its numbers way too high

    this house, though lovely, feels a cage
    my work-out’s a deadly bore
    and somehow I’ve simply got to know
    what our beautiful swamp has in store

    will this morning’s chilling 18 degrees
    slow those frisky H-2-O’s
    so a frustrated hundred and sixty pounds
    can skate where it dreams to go?

    but down at the swamp, the one-inch ice
    sang it’s same-old song to me
    and I sat at the edge like an ancient sage
    there was no better place to be

    with a sailor’s life-long instinct
    I checked the swamp-edge reeds for wind
    as the sun crept down and gladdened
    the far-shore’s pines again

    but the silence wasn’t quite total
    or I’d hear the heart’s slow throb
    there was the drone of commuters
    heading to school or job

    I thought of the decades that lay behind
    when my routines well were bound
    by deadline hustles and raising kids
    and so rare was leisure found

    so here I sit and I wonder
    have these years a Buddha made
    or only an old fart washed ashore
    with body and mind a-fade?

  • ice at last!–Dec 8,2014 (12/8/2014)

    6AM….Brenda’s honey-do list to me:

    XXXXXXXXXXX (very important!)
    YYYYYYYYYYY (long overdue!)
    ZZZZZZZZZZZZ (absolute must!)

    and P.S., mister gluten-free retired person, cook a nice dinner for your working-class, and still-working wife……OR ELSE!….even my pre-caffinated brain could read between those lines….

    …..chasened, I put on 16 items of clothing and headed for the swamp….temperature 8 degrees, sky clear…and there it was, at last: 4 solid inches of ice…..grey, slightly orange-peeled, with deep stress cracks lazily going here and there, and beautiful well-healed sunburst drain holes….and sun…now beginning to touch the far wooded hills….on with the nordic skates!….. scramble carefully into verticality…scrape-glide, scrape-glide ….the skater’s wind slowly builds….as those unique muscles relearn their jobs…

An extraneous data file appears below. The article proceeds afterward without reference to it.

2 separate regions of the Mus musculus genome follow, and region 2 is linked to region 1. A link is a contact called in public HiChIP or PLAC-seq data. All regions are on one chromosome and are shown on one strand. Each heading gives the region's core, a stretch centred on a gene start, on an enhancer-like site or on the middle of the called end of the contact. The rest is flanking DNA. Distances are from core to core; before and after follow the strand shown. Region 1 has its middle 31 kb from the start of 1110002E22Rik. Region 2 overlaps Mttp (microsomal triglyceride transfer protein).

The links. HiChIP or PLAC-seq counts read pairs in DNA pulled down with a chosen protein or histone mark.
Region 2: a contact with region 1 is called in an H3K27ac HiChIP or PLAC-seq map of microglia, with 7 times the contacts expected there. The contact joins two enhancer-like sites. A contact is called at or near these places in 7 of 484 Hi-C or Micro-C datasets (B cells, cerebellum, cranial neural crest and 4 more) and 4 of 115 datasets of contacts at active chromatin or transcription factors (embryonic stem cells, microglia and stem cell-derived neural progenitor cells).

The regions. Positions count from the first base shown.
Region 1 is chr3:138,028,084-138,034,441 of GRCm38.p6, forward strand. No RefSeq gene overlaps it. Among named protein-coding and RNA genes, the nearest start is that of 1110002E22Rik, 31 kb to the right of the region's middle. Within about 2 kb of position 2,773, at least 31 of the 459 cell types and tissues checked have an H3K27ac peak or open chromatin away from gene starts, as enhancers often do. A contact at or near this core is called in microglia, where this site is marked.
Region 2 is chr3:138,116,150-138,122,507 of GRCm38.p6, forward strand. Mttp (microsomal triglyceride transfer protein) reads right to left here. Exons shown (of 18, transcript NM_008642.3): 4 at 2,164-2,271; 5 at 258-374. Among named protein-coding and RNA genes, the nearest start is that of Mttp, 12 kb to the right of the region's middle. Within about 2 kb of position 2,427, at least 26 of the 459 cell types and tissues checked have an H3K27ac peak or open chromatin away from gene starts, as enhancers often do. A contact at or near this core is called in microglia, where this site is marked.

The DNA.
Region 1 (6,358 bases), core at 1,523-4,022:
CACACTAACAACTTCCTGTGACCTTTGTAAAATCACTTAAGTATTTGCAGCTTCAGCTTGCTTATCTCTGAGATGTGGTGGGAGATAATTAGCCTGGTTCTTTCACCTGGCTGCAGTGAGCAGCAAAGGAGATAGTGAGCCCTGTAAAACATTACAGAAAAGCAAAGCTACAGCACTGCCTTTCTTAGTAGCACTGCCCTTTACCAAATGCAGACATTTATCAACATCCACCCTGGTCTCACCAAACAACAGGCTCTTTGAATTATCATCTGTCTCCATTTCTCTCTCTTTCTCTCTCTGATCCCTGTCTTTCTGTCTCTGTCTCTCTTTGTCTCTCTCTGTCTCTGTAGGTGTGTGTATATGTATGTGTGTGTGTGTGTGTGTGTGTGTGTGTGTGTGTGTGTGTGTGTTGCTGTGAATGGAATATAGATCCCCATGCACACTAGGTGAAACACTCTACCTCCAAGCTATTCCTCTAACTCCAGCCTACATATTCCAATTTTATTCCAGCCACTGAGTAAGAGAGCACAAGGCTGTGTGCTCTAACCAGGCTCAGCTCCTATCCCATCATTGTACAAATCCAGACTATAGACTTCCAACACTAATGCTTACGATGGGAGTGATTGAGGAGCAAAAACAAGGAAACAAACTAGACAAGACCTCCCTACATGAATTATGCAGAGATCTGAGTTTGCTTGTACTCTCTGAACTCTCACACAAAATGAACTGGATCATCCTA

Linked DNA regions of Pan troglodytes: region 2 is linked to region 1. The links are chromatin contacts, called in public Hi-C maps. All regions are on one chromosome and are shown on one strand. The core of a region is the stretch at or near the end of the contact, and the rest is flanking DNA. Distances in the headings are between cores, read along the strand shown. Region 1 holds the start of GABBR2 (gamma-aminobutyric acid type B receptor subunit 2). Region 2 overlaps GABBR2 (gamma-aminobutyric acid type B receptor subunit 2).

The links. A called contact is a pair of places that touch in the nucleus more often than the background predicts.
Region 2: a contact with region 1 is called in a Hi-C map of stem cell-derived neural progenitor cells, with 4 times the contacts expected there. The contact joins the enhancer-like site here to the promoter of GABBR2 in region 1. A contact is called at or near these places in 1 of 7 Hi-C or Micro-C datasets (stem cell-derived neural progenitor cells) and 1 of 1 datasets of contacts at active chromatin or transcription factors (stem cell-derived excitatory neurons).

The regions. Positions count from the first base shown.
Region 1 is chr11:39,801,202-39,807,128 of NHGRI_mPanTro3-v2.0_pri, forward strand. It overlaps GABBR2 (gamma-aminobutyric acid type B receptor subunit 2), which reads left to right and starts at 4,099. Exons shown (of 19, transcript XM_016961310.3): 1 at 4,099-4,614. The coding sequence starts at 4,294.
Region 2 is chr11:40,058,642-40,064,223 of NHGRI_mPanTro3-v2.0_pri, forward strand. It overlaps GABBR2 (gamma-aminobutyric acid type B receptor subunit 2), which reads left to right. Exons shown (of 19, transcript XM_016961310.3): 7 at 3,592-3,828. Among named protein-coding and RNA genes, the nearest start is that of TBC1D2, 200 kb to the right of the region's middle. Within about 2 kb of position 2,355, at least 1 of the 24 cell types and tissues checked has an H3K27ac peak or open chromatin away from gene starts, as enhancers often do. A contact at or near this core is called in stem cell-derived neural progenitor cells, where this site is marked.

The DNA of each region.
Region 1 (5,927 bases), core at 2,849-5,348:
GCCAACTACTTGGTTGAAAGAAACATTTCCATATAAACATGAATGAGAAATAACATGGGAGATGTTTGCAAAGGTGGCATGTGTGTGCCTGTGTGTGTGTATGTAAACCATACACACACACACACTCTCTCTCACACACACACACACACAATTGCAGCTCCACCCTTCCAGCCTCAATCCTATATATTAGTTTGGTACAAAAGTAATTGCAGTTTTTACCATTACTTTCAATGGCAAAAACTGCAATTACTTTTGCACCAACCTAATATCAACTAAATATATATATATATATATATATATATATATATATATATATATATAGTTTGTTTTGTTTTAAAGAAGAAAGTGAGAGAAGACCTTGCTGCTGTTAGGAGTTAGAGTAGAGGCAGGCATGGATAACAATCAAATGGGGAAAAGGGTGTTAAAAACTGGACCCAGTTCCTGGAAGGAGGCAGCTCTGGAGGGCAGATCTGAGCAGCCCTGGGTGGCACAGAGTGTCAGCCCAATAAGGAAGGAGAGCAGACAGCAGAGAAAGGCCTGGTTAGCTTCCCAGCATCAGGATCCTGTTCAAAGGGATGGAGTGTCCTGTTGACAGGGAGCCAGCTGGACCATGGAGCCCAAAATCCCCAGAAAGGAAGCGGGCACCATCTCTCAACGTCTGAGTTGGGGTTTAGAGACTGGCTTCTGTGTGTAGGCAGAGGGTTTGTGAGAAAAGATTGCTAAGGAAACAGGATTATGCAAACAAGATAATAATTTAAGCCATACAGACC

it seems there’s always one particular day, in each early-ice season, when….as Carol Cold and Willy Warm teeter-totter in the playground, bully Freddy Frigid puts his heavy foot on Carol’s end….and the game changes…..

    back home, I revised my honey-do:

    1. tell the world about the ice
    2. rest and pray for wind
    3. skate and skimbat on the swamp at noon
    4. nap
    5. skate in the wonderful late afternoon gloaming; skate right into the sunset
    6. order a pizza

    hmmm…. did I leave something out?

  • Baxter Lake is Starting Early Again (12/12/2014)

    Paul Delnero found this today. There’s not much happening here in Maine, but the natives are restless and a drive to New Hampshire would be great. One our first days last year was New Years Day on Lake Attitash, also scouted by Paul. Keep up the good work! The more eyes on the prize the better.

    Went over to Lake Baxter here in Rochester NH. I did some scouting on Monday before the monsoon(here). The cove froze with about 1″ a couple weeks ago. Ice fishermen had been on the cove over the last weekend so I started by checking their holes. After finding 5″ of something on the cove I decided to see what it really was. Chopped a test block and found 2″ real ice and 3″ of frozen slush. Sounded my way out to the transition to the main lake and found 2″ of black ice. I turned and tip toed back into the cove and to my car. Nothing but a rain here with maybe a dusting last night. The cove is possible soon. Main lake needs a few cold days to gain a couple of inches.


  • CIBC Membership Caught Napping (12/14/2014)

    Hope has been in short supply around here lately. Lee Spiller sent in this ice report from Lake Wentworth:

    And daily scouring of the weather report would never have led any of us to believe that we could have been sailing Plymouth today. Winds 10-12, sunny, hard frozen surface. Doug Raymond called late this afternoon after driving to Plymouth on a hunch. He wasn’t equipped for scouting, and he broke his axe trying to chop holes, but he did find SIX INCHES of solid ice.

    There are a few wet spots along the marge, but nothing untoward visible in the distance.

    Tomorrow is forecast to be a twin to today, so SAILING IS ON FOR PLYMOUTH POND! It will need thorough scouting, so the first people to arrive should get out early and there and have a look. And then we need to decide as a club how to avoid this sort of situation in the future. The last thing an iceboater wants is to be caught with his pants down!

  • Plymouth Pond 12/15 (12/15/2014)